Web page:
“Uncle Vanya” by Anton Chekhov is a portrayal of life in 19th century Russia, a tragicomical tale of unrequited love, ageing and disappointment, full of tumultuous frustration, dark humour and hidden passions. All of Chekhov’s four plays are set on rural estates with bored characters desperate to escape at the Harold Pinter Theatre. Margy Kinmonth reviews the show.

“Uncle Vanya Ensemble” cMuse Creative Communications, photography by Seamus Ryan

Olivier award winning playwright Conor McPherson (“Girl from the North Country”, “The Weir”) has created a stunning adaptation of Chekhov’s masterpiece. However, this is no ordinary 19th century Chekhov – MacPherson’s witty realist script crackles with contemporary language, running seamlessly alongside Chekhov’s melancholic poetry. His play speaks directly to us, more than a century on, with rawness and present day urgency.

“Uncle Vanya” Cast

What strikes me powerfully about this production is the set. As the curtain rises, you inhabit the faded grandeur of 19th century Chekhov’s world, with evening sunlight streaming in through tall windows. Rae Smith the designer says “Uncle Vanya takes place in a contested space, which is a cross between a living and a working space. And the house is a manifestation of Chekhov’s mental landscape”.  As a film director myself, specialising in Russian subjects, I was interested to find out that this set is inspired by the great Russian film director Andrei Tarkovsky’s own dacha 200 miles outside Moscow. The set mirrors the play as we see how nature is reclaiming this space, ivy grows in through the roof, and Chekhov’s characters live their lives in an inventive, unsettling apocalyptic post-Chernobyl setting.

Peter Wighеt, Richard Armitage, and Toby Jones in “Uncle Vanya”, cJohan Persson

Plays which take place in one set, with the characters coming and going, are characteristic of Conor McPherson’s work, including “The Weir” which I’ve seen several times, as well as “Girl from the North Country”. The set is key and remains consistent as the story unfolds. “Uncle Vanya” director Ian Rickson (Artistic director Royal Court 1998 – 2006) also directed Brian Friel’s “Translations”, which like “Uncle Vanya” all takes place in one room.

The archetypal central character of Uncle Vanya is played by BAFTA and Olivier Award-winner actor Toby Jones (“The Birthday Party”, “Hunger Games”). Jones’s performance is both poignantly comic and physical, at times intensely moving. The second half is electrifying, as the family drama plays out at breakneck speed.  Vanya, with shirt constantly untucked, is full of energy, climbing furniture and hiding in cupboards like a hunted animal.  There was an audible gasp from the audience as his mother, played by Dearbhla Molloy, betrays and publically humiliates Vanya in her attempt to keep face with her idea of society, and the professor.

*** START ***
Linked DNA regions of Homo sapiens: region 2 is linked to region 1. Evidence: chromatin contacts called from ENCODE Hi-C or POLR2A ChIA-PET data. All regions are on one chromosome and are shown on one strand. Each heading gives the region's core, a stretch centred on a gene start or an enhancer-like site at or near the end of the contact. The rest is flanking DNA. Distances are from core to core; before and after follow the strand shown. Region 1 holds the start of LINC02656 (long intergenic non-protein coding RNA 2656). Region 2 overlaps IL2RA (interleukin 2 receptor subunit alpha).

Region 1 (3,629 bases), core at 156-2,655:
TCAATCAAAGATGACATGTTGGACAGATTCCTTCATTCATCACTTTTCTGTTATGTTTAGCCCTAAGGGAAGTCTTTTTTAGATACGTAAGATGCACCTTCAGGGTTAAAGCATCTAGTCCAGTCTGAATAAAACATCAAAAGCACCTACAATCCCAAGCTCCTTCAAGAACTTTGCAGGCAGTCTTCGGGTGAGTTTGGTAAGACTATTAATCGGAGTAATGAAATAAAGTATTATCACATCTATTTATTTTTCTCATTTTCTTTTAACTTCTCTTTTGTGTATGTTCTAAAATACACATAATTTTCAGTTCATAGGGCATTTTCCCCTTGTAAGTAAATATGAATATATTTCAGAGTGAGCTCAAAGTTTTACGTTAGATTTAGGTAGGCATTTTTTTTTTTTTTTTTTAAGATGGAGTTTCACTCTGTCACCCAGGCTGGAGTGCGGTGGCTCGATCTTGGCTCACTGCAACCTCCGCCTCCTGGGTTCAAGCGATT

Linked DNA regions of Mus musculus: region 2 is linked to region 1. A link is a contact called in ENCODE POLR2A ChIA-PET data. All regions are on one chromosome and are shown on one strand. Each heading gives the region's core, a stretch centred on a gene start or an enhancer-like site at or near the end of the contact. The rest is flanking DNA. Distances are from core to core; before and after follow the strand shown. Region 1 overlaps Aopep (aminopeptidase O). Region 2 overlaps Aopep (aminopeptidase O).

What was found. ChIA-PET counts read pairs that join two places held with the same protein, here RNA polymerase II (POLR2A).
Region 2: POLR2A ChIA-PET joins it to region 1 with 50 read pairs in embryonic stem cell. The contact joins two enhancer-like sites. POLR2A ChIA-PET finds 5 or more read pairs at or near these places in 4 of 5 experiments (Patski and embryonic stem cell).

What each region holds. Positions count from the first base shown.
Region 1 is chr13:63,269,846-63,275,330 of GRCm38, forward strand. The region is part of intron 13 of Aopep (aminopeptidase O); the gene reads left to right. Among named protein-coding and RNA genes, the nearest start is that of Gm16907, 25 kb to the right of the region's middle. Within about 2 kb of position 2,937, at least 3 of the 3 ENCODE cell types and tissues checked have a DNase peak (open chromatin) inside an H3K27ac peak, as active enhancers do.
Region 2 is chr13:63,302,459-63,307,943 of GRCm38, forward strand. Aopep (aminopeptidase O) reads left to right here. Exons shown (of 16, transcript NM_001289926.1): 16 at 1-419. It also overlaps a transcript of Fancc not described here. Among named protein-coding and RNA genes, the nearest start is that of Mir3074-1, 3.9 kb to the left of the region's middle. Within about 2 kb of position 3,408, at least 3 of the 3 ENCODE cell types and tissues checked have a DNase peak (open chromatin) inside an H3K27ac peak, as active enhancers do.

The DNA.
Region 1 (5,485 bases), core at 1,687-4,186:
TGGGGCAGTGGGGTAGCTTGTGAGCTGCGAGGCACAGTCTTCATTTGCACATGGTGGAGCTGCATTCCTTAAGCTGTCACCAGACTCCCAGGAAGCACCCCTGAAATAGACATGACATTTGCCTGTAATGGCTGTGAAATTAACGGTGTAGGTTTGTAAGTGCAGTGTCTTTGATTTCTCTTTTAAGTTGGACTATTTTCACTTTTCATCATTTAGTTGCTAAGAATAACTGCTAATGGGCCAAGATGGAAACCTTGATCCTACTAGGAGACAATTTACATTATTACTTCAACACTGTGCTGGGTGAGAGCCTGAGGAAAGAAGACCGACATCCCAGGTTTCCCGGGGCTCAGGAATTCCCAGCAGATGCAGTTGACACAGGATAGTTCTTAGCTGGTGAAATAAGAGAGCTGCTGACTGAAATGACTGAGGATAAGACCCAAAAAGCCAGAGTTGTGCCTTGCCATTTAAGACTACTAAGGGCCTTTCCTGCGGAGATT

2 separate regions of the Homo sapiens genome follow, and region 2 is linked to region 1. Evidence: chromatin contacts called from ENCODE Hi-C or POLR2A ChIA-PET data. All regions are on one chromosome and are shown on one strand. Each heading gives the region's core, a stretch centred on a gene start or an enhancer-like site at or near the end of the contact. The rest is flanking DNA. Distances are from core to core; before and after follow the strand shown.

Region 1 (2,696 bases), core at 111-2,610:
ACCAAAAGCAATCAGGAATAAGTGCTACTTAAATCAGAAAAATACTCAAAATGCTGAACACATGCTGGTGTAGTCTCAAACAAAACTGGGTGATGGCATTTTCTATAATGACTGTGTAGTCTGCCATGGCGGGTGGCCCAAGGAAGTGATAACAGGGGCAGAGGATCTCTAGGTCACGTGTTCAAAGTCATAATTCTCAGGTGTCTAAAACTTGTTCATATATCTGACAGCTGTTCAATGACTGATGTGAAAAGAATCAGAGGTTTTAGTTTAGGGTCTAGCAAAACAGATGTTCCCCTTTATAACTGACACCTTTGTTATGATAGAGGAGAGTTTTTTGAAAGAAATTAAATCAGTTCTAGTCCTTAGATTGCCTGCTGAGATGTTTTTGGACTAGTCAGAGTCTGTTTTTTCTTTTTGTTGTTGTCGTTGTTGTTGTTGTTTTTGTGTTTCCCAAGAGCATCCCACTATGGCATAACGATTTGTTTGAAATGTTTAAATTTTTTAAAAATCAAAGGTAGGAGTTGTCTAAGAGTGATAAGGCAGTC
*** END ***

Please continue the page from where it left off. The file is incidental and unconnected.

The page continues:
“Uncle Vanya” by Chekhov, Credit: Johan Persson

Screen and method actor Richard Armitage (“Hobbit”, “Captain America”) plays Astrov the handsome doctor, the ultimate romantic idealist, often deep in introspection and worn out by provincial life. In 1899, Konstantin Stanislavski himself set the bar very high, playing Astrov in the first production at Moscow Art Theatre, received with great acclaim. It’s one of the great roles, and the top stars in history have lined up to play him, including Laurence Olivier and Ian McKellen.

Astrov carries much of the actual character of playwright and doctor Anton Chekhov himself within his role. He expounds passionately about his love of nature – trees and typhus are his overriding preoccupations, amongst other things…

Ciarán Hinds and Richard Armitage. Photography by Johan Persson

Chekhov is one of Russia’s greatest and most prolific writers, and he speaks powerfully to us today world over, his work translating across borders into many different cultures and countries. He foresaw the themes of climate change and environmental damage, which preoccupy us today; these issues were already as vital in the 19th century as they continue to be now. Chekhov was seriously ill with tuberculosis and tragically died in July 1904 aged only 44, leaving a huge legacy of writing on Russian life, short stories, letters and tantalizingly, only the four plays – every one a masterpiece.

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